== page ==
Friday, April 1, 2016

Steely Dan - Aja (Dave Dexter, Jr. Mix, 1977)

One of the lesser-known chapters in Steely Dan's history involves band member Walter Becker's disgust with the group's "kitchen clean" sound. Becker's annoyance at the perfectionist soundscapes pioneered by co-leader Donald Fagen and producer Gary Katz came to a head during the sessions for Aja, when Becker almost pulled off a coup that could have wrecked the album's famous sonic sheen.

First a bit of background. Becker has made a lot of noise over the years about being a jazz fanatic, but from all accounts, the music he really loved growing up was early Beatles. Specifically, he took to the massive, blurry, reverberated sound of their American albums. He wanted this for Steely Dan, yet time and again he was rebuffed by Fagen and Katz.

Then one day Becker hit upon a great idea. He couldn't get Fagen or Katz to accept any of his mixes, but what if he could get the man behind the Beatles American sound, Dave Dexter, Jr. himself, to remix the Dan's tracks? Dexter's forte was morphing the crisp, clear sound of the Beatles' British recordings into a muddy makeover for American audiences. According to sources, such audiences rejected clear sound as being "too elitist."

A few phone calls later and Becker had Dexter at the recording console rubbing his hands together, mad-scientist style. Becker felt that Dan had become "too prissy" and Dexter was just the ticket back to "rock cred," according to his younger brother, Billy Becker. "Walt liked it that when 'She's a Woman' went from its British release to its American one, it went from state-of-the-art Abbey Road sonics to coming off like it was recorded in a dank, filthy basement in suburban New Jersey. Or possibly even upstate New York."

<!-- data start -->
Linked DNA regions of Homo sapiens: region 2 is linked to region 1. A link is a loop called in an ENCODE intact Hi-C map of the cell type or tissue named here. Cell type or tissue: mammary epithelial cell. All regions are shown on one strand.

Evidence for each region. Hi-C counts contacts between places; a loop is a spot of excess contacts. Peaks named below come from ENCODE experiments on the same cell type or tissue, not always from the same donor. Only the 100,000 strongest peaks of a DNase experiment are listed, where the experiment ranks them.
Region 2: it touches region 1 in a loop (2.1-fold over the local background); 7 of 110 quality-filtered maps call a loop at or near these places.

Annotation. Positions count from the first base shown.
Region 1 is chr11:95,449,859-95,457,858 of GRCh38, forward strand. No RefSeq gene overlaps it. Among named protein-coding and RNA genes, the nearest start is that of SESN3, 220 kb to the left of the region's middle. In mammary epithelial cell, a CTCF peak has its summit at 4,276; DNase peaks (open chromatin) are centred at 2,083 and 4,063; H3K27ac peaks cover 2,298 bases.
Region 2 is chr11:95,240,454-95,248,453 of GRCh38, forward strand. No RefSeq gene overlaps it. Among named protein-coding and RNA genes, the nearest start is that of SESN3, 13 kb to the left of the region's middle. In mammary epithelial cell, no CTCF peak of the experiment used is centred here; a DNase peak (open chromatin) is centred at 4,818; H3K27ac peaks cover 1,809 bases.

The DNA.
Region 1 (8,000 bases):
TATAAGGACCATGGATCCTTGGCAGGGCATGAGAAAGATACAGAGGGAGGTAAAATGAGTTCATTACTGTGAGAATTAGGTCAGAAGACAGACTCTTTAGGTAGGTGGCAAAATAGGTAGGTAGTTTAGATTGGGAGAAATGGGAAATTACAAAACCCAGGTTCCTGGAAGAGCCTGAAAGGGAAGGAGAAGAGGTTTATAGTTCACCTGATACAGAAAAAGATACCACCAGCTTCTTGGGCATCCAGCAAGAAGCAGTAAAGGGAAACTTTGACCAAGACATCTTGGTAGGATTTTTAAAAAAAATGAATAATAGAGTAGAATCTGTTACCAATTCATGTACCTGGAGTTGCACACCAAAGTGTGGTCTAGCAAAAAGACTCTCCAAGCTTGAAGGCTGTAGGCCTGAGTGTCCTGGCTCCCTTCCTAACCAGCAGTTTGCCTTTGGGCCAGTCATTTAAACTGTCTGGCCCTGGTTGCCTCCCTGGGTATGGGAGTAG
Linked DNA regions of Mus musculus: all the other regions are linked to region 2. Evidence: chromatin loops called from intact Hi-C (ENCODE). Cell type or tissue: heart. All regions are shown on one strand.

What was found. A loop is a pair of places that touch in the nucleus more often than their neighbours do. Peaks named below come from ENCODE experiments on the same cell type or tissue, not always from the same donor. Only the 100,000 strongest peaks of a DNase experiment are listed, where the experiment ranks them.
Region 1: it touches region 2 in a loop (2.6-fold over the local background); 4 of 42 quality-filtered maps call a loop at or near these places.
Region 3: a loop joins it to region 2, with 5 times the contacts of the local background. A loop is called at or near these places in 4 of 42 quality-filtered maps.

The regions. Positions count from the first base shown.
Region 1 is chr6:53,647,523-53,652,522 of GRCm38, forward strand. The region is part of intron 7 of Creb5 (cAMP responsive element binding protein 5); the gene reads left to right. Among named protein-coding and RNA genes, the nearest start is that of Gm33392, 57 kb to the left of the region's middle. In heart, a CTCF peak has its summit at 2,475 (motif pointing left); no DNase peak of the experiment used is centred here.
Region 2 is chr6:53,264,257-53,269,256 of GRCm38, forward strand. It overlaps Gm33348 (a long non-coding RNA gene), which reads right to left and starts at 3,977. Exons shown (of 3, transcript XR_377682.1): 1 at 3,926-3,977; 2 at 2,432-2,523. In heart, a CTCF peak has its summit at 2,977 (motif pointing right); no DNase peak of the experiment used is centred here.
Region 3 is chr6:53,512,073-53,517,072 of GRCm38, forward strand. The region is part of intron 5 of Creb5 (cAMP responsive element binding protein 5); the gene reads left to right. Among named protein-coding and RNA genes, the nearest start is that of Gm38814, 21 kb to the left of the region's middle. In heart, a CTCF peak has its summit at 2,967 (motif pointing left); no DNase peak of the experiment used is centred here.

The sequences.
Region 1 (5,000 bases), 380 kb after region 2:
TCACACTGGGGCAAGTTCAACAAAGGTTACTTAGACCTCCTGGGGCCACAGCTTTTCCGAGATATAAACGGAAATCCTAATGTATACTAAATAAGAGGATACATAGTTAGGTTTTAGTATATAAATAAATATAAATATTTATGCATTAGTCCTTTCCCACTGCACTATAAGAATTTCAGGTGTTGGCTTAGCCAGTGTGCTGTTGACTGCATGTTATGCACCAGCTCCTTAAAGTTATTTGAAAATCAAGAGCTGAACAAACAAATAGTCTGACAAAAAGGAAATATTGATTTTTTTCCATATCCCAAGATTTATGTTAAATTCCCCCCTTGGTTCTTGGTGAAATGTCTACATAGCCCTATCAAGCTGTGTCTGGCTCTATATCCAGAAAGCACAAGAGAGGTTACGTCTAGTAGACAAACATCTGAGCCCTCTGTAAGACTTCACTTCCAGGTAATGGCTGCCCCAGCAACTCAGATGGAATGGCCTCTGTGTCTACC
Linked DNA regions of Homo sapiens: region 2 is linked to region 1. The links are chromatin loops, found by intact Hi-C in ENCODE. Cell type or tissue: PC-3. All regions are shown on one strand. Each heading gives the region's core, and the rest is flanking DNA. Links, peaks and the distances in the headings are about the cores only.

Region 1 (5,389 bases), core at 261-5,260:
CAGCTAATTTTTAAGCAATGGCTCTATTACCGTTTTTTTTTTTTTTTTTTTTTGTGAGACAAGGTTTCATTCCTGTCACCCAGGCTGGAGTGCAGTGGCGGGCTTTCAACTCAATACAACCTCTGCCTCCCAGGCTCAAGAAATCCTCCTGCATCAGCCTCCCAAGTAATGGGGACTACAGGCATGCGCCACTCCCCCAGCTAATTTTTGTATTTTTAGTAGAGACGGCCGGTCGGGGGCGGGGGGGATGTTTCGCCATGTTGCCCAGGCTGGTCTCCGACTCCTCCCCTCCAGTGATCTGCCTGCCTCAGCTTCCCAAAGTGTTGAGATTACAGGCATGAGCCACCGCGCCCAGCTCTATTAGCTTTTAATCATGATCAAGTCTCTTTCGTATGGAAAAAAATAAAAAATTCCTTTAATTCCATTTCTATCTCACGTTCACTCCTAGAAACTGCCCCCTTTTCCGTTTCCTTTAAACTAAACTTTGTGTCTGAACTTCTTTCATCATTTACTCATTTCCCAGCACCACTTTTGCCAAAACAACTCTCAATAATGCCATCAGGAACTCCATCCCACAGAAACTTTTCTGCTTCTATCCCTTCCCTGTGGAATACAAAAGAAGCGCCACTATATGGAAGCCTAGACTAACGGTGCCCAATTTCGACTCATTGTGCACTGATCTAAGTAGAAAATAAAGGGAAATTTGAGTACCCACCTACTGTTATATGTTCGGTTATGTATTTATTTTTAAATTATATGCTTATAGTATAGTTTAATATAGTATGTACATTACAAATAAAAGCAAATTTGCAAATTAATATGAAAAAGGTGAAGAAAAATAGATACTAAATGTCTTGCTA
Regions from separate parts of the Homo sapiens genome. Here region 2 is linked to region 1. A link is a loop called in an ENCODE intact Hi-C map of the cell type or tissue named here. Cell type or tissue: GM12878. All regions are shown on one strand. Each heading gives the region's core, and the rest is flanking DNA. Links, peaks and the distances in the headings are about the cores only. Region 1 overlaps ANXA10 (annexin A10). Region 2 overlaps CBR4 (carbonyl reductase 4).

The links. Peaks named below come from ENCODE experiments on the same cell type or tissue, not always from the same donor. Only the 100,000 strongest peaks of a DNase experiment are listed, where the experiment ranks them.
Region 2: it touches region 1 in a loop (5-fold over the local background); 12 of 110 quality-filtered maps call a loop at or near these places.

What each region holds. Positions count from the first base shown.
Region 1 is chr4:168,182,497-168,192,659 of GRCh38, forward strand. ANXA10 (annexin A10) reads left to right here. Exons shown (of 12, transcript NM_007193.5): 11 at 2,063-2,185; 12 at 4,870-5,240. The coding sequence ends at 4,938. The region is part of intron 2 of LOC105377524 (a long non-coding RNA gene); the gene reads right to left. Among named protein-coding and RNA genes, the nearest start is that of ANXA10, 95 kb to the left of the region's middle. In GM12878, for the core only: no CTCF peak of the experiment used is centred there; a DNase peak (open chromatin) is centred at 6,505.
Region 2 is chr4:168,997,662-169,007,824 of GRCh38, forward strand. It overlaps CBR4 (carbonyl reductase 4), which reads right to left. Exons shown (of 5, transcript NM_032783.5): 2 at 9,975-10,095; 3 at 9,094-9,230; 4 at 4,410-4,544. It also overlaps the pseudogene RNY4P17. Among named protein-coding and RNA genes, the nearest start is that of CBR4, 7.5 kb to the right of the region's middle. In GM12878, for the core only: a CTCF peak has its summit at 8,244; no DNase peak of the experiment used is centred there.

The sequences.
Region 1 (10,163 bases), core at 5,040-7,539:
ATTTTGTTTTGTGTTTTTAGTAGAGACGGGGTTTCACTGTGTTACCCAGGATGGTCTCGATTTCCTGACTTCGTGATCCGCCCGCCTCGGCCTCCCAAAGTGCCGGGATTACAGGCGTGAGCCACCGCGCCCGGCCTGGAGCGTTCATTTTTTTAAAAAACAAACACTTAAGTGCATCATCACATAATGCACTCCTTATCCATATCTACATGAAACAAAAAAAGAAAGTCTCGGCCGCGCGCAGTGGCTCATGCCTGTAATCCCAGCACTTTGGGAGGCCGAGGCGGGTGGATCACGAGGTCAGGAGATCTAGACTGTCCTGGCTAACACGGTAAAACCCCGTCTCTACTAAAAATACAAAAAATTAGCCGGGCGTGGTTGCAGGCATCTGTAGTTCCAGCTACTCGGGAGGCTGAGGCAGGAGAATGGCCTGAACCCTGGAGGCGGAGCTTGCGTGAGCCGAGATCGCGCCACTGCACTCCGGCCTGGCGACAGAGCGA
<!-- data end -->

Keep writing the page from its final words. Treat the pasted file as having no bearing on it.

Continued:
At this point, Dexter was "living large," according to Donald Fagen's younger brother Billy Fagen: "He'd worked with Sinatra. He'd had authority over the Fabs. By the 1970s, he could call his own shots. I'll never forget that he had a sound lab staffed by former models who wore lingerie under their lab coats. He called them 'The Dexterinos.'" (See image at right.)

(Editor's note: Several Steely Dan scholars claim that Dexter's bevy of babes were not, in fact, called "The Dexterinos" but instead known as "The Sexy Dexys.")

In keeping with a tradition he'd established at Capitol Records, Dexter also altered the track lineup. In this case, he removed the song "Home at Last," which he said "went nowhere." In its place he substituted the rare Dan cut "Sail the Waterway."

Dexter "worked like a pig" on the tapes, say sources. According to a restaurant critic in charge of serving Dexter's dinners, he "doused them with echo, splashed them in reverb, and drizzled them with delay." It was, according to some, a true labor of love.

But when Donald Fagen heard the finished product, he was consumed with hate. As the Dexter mix came reverberating (heh) over the studio monitors, an enraged Fagen took the knife he was using to butter a blueberry bagel and lunged at Dexter. Luckily, it was only a plastic butter knife. It broke into two when the notoriously un-athletic Fagen missed his target, hitting the studio's mixing board instead. Nevertheless, this fateful day would find its way into rock lore.

"That's where the Eagles got that 'steely knives' line from," admits Billy Henley, younger brother of the Eagles' Don. "They changed it from 'plastic knives' because, well, who uses plastic knives anyway? Kids in the school cafeteria?"

(Editor's note: Several Steely Dan scholars have actually attributed this quote to Billy Frey, younger brother of the Eagles' late guitarist Glenn.)